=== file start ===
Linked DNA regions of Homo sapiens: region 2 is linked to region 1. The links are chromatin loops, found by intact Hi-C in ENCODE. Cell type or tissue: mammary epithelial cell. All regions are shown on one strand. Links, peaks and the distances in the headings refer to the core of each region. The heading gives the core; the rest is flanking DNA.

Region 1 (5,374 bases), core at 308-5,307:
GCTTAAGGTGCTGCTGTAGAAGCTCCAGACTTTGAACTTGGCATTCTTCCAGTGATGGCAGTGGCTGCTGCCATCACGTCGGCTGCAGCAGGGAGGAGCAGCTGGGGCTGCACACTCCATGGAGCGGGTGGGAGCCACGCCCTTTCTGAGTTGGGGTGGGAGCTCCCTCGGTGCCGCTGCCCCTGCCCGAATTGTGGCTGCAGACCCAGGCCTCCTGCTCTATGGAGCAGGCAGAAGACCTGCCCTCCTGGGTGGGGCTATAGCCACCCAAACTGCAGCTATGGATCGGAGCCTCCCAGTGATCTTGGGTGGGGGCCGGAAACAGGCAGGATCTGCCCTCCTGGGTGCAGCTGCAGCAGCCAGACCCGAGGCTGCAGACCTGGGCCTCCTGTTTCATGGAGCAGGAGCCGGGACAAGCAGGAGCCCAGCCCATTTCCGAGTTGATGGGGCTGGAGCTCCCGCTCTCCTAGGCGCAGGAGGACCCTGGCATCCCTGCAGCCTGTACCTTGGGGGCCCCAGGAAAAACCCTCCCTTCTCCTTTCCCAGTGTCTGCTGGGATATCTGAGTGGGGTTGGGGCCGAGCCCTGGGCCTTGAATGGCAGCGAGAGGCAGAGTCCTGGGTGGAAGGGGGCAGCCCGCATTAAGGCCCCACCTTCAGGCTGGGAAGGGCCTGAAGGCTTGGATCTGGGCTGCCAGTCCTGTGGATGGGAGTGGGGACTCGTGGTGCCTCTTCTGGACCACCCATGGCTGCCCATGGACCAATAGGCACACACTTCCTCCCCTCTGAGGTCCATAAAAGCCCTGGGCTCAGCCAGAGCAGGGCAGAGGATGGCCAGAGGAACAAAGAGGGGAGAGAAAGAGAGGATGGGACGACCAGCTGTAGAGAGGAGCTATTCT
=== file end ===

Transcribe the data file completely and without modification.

Linked DNA regions of Homo sapiens: region 2 is linked to region 1. The links are chromatin loops, found by intact Hi-C in ENCODE. Cell type or tissue: mammary epithelial cell. All regions are shown on one strand. Links, peaks and the distances in the headings refer to the core of each region. The heading gives the core; the rest is flanking DNA.

Region 1 (5,374 bases), core at 308-5,307:
GCTTAAGGTGCTGCTGTAGAAGCTCCAGACTTTGAACTTGGCATTCTTCCAGTGATGGCAGTGGCTGCTGCCATCACGTCGGCTGCAGCAGGGAGGAGCAGCTGGGGCTGCACACTCCATGGAGCGGGTGGGAGCCACGCCCTTTCTGAGTTGGGGTGGGAGCTCCCTCGGTGCCGCTGCCCCTGCCCGAATTGTGGCTGCAGACCCAGGCCTCCTGCTCTATGGAGCAGGCAGAAGACCTGCCCTCCTGGGTGGGGCTATAGCCACCCAAACTGCAGCTATGGATCGGAGCCTCCCAGTGATCTTGGGTGGGGGCCGGAAACAGGCAGGATCTGCCCTCCTGGGTGCAGCTGCAGCAGCCAGACCCGAGGCTGCAGACCTGGGCCTCCTGTTTCATGGAGCAGGAGCCGGGACAAGCAGGAGCCCAGCCCATTTCCGAGTTGATGGGGCTGGAGCTCCCGCTCTCCTAGGCGCAGGAGGACCCTGGCATCCCTGCAGCCTGTACCTTGGGGGCCCCAGGAAAAACCCTCCCTTCTCCTTTCCCAGTGTCTGCTGGGATATCTGAGTGGGGTTGGGGCCGAGCCCTGGGCCTTGAATGGCAGCGAGAGGCAGAGTCCTGGGTGGAAGGGGGCAGCCCGCATTAAGGCCCCACCTTCAGGCTGGGAAGGGCCTGAAGGCTTGGATCTGGGCTGCCAGTCCTGTGGATGGGAGTGGGGACTCGTGGTGCCTCTTCTGGACCACCCATGGCTGCCCATGGACCAATAGGCACACACTTCCTCCCCTCTGAGGTCCATAAAAGCCCTGGGCTCAGCCAGAGCAGGGCAGAGGATGGCCAGAGGAACAAAGAGGGGAGAGAAAGAGAGGATGGGACGACCAGCTGTAGAGAGGAGCTATTCT